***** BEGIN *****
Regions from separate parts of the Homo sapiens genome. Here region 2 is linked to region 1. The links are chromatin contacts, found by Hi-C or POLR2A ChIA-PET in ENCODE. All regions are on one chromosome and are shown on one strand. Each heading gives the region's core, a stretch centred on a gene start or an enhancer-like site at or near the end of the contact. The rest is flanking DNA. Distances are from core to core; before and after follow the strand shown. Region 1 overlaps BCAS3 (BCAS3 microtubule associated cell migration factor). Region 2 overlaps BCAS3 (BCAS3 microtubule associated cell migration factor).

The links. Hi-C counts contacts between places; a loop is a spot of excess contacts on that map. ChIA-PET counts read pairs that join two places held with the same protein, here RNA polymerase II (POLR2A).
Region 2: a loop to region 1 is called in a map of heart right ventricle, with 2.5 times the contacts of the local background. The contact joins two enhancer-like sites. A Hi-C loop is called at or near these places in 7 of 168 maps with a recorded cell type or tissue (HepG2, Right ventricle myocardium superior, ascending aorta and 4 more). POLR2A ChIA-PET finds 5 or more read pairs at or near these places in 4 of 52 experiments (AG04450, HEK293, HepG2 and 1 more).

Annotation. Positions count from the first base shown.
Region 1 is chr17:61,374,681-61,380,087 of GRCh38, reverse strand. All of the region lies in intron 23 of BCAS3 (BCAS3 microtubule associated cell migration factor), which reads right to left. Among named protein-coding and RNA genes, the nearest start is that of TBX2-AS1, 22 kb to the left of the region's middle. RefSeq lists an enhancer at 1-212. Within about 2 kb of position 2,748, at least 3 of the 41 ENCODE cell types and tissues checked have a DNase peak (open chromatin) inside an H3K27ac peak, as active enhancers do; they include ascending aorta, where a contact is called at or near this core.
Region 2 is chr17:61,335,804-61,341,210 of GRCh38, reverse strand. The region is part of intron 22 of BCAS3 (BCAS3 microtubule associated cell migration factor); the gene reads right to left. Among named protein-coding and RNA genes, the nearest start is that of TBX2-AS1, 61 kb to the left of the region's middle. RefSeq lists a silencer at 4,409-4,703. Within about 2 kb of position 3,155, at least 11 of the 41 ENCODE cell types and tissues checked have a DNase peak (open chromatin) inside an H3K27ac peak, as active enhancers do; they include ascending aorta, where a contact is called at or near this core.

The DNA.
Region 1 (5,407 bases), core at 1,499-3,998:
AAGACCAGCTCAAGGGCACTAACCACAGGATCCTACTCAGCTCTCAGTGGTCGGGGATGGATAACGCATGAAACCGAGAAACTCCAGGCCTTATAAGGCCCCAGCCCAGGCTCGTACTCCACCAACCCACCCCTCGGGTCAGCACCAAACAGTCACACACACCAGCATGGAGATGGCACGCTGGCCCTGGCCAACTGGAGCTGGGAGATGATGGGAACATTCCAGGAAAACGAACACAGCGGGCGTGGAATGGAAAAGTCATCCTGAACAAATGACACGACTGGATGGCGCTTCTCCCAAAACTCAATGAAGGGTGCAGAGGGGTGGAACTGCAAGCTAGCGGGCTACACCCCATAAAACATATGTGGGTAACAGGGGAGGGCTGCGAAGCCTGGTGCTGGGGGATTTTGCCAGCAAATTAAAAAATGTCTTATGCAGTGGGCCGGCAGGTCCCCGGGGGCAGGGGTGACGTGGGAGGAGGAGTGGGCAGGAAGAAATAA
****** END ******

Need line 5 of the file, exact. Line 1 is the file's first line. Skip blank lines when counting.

Region 1 is chr17:61,374,681-61,380,087 of GRCh38, reverse strand. All of the region lies in intron 23 of BCAS3 (BCAS3 microtubule associated cell migration factor), which reads right to left. Among named protein-coding and RNA genes, the nearest start is that of TBX2-AS1, 22 kb to the left of the region's middle. RefSeq lists an enhancer at 1-212. Within about 2 kb of position 2,748, at least 3 of the 41 ENCODE cell types and tissues checked have a DNase peak (open chromatin) inside an H3K27ac peak, as active enhancers do; they include ascending aorta, where a contact is called at or near this core.